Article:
Emirates NBD has also shut accounts held by Russian fertilizer giant Uralkali, and by Russian businessman Ivan Tavrin , according to the financial professionals in the Emirates. In December, the U.S. sanctioned Tavrin, who has spent billions of dollars buying up technology companies, as “one of Russia’s biggest wartime dealmakers.”

Representatives for Tavrin, and Tavrin’s Kismet Capital didn’t respond to requests for comment.

After the publication of this article, a spokesman for Urakali said in an email the information regarding the closure of Uralkali’s Emirates NBD accounts “is not accurate, as the company does not have any accounts in this financial organization.” He didn’t respond to requests for further comment.

In addition to Emirates NBD, the Dubai branch of Banque Misr has shut down accounts for Coral and some other companies, according to some of the people familiar with the matter. The small, state-owned Egyptian lender was one of a clutch of banks processing payments for the trading network, those people said. Banque Misr didn’t respond to a request for comment.

In Turkey, the climate has also changed, as the U.S. government has pushed Ankara to adjust its growing economic relations with Russia.

The U.S. has penalized Turkish companies for aiding Russian violations and urged the government to foster sanctions compliance. Turkish exporters have complained of trouble getting paid.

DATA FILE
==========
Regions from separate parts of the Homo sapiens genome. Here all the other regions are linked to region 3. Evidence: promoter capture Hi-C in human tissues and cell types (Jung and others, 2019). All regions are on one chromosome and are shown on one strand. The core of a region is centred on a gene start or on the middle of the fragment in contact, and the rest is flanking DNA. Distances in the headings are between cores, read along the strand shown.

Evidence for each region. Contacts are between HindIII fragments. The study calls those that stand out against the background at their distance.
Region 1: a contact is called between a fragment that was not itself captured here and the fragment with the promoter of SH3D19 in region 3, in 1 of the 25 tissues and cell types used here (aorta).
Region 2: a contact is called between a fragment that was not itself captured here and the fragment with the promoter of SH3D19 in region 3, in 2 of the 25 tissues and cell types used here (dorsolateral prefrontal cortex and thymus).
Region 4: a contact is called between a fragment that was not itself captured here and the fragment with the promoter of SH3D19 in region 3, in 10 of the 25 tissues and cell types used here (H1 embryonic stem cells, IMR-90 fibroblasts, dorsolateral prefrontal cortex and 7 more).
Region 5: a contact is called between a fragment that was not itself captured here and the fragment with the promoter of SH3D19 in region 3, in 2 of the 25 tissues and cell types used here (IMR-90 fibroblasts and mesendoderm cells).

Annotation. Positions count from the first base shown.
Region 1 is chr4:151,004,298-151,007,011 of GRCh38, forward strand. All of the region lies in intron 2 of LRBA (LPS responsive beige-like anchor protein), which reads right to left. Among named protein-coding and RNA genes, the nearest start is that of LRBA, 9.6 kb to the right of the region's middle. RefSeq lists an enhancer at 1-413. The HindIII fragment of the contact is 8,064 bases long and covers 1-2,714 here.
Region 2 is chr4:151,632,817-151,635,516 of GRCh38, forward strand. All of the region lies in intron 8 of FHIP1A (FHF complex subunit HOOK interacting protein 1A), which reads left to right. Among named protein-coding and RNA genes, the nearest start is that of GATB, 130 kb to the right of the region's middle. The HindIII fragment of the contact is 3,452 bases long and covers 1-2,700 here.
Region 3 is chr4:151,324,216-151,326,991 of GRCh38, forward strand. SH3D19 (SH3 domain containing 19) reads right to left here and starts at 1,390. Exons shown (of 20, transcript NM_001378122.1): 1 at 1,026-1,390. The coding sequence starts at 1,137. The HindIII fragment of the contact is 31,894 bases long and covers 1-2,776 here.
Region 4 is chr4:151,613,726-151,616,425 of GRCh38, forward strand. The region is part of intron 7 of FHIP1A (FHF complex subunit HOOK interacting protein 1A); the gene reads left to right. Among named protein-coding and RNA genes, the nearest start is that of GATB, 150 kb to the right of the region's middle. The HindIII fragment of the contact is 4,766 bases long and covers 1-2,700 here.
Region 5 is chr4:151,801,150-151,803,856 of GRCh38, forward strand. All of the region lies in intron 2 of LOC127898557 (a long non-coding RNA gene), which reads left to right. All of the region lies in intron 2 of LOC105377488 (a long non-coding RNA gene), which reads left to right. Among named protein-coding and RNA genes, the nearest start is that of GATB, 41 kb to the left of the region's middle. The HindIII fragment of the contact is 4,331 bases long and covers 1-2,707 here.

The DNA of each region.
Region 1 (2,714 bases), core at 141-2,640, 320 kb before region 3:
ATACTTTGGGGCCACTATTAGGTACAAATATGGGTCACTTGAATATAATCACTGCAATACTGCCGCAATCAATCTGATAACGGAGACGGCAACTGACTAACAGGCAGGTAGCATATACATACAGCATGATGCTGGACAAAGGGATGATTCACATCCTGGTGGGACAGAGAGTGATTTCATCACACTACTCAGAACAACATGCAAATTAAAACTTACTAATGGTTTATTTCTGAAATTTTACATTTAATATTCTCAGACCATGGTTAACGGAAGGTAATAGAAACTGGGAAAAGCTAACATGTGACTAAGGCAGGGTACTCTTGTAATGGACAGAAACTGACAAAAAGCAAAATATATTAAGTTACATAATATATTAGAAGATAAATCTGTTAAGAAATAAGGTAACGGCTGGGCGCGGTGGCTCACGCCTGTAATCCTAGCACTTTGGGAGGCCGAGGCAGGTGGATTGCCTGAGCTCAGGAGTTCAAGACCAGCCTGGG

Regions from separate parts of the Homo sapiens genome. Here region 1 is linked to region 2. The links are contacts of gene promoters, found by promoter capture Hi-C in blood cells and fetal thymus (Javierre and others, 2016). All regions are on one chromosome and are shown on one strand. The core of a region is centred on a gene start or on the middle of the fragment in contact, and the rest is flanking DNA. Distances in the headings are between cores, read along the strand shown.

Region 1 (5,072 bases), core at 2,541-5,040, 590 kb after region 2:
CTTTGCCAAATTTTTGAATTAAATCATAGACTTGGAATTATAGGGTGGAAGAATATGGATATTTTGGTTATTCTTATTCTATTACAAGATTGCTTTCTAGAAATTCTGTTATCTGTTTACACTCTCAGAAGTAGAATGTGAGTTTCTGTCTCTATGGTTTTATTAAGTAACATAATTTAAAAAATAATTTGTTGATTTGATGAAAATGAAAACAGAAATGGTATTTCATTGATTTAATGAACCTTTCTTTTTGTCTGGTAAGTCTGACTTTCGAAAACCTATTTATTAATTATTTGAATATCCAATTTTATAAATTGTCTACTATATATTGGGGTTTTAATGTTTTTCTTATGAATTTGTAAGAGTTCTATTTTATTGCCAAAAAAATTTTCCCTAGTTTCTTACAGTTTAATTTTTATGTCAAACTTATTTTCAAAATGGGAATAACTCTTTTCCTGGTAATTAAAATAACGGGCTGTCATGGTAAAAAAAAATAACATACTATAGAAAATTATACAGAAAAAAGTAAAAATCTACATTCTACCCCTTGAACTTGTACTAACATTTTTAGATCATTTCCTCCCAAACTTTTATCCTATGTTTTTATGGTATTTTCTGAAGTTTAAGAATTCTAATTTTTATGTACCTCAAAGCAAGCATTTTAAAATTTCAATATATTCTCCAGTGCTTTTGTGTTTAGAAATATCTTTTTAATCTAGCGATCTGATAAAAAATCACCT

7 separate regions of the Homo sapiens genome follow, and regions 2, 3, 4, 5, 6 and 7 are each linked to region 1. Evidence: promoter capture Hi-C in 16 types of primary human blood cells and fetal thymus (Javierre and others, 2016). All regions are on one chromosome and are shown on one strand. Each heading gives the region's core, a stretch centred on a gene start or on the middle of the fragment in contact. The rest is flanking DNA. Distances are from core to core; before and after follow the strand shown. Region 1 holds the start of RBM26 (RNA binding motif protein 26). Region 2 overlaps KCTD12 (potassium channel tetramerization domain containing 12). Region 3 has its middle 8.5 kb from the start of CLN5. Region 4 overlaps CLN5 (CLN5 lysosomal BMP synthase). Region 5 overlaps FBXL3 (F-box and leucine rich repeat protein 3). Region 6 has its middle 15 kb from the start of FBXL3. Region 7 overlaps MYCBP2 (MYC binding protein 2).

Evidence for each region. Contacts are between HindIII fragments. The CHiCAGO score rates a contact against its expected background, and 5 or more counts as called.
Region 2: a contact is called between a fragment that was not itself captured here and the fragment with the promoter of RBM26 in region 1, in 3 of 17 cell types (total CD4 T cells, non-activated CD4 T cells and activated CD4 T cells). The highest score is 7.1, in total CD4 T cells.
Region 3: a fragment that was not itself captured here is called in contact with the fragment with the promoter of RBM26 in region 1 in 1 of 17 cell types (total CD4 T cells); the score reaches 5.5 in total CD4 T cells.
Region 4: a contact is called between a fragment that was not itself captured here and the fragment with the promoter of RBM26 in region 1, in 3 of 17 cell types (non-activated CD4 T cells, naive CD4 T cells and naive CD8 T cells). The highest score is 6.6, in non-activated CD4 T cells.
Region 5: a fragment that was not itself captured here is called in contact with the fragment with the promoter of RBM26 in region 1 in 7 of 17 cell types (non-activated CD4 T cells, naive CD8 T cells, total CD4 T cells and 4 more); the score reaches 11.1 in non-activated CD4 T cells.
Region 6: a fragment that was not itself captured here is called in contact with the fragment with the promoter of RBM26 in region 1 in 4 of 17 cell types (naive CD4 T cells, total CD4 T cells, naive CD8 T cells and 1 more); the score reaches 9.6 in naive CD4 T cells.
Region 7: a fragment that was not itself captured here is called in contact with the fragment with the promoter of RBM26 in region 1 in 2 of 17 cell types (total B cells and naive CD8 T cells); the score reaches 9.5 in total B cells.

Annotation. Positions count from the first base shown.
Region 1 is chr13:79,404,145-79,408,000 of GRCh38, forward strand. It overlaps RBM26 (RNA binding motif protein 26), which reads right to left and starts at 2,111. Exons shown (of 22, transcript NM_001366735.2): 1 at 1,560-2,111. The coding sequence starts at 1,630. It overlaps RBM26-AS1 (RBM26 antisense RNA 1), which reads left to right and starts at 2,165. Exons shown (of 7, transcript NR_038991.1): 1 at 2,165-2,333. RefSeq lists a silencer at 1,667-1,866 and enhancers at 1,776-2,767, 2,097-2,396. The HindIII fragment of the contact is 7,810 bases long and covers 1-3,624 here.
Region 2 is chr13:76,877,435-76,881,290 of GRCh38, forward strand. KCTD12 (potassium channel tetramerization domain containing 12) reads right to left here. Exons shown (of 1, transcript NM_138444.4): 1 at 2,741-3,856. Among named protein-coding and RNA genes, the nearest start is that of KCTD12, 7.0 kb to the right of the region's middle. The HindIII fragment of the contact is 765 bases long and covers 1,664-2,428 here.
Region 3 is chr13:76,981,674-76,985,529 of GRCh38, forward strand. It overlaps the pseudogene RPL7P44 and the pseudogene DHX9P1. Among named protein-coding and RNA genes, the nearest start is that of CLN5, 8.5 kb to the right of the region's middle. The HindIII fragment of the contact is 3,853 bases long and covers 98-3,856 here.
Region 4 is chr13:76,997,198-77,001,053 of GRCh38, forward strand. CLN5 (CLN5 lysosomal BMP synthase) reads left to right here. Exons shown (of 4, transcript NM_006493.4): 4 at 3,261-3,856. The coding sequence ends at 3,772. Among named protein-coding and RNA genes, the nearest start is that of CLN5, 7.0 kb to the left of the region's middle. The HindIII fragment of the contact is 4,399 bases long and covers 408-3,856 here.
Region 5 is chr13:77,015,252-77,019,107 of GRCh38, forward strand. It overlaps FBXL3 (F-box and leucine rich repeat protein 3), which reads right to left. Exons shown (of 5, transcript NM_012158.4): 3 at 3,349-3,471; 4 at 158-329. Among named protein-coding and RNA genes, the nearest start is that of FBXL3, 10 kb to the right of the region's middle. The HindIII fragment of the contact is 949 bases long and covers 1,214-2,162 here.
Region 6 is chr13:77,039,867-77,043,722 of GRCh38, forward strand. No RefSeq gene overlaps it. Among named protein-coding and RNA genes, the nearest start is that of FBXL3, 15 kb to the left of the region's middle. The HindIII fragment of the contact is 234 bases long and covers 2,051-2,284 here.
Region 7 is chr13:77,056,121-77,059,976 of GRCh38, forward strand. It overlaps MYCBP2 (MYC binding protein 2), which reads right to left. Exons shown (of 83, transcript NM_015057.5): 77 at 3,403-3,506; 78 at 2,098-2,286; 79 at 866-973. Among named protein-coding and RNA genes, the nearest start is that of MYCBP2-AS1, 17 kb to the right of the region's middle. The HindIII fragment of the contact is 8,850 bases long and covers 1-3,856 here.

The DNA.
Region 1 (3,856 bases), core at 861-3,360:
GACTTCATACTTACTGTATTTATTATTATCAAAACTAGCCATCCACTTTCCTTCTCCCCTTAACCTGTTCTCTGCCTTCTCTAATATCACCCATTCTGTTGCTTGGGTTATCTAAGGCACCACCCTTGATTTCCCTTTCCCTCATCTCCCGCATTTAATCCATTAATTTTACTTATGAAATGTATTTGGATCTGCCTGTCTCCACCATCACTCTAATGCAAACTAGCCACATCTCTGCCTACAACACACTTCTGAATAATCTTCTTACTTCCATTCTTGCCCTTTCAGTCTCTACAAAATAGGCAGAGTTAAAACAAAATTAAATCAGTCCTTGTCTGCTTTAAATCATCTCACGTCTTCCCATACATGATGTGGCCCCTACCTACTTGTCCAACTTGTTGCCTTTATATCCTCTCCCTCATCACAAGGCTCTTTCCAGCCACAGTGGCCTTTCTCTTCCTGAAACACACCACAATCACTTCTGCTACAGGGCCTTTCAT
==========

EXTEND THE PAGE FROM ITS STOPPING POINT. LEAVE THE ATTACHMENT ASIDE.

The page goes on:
“We are having difficulties receiving our funds,” said Omer Gencal, a financial adviser for Turkish companies doing business with Russia.

“Recently some banks said they are stopping their operations from transferring their funds from Russia to Turkey,” said Gencal, a former investment chief for HSBC ’s local asset-management arm.

Turkish exports to Russia in February fell 33% from a year earlier to $670 million, trade-ministry data show.

Alexei Yerkhov, Russia’s ambassador to Turkey, said Russia was “in intense talks with Turkish officials regarding the refusal of some Turkish banks making payments in the name of the Russian companies,” according to Russian state media.

The U.S. has also targeted Austria, a banking hub for Central and Eastern Europe, recently sending Treasury official Anna Morris to meet with the government and banks including Raiffeisen Bank International , which retains a unit in Russia.

Treasury said the visit was part of a broader international outreach to ensure financial firms understood its new sanction powers, which were meant partly “to create heightened risks for banks.”

Raiffeisen is trying to sell or spin off its Russian unit, though Moscow has made business exits difficult.

The bank said it has guidelines and procedures to ensure sanctions compliance. “Since the beginning of the war, RBI has been steadily scaling back its Russian business,” it said.

The redoubled U.S. effort has led to some disruption of Russia’s energy exports, a financial pillar for the war in Ukraine.

Voliton and Bellatrix were among the biggest resellers of oil pumped by Russia’s Rosneft Oil , shipping and customs data show. But neither Voliton nor Bellatrix has handled any Russian oil trades since being sanctioned, according to commodity-data provider Kpler.

The U.S. pressure on banks to clamp down on energy payments has caused complications in recent weeks, said the U.S. officials, the financial professionals in the Emirates and others. Nonetheless, Russian oil is still flowing freely.

Last month, the Financial Action Task Force, an international anti-money-laundering body, took the U.A.E. off its gray list of noncompliant countries, citing significant progress in addressing deficiencies.

Write to Benoit Faucon at benoit.faucon@wsj.com , Costas Paris at costas.paris@wsj.com and Joe Wallace at joe.wallace@wsj.com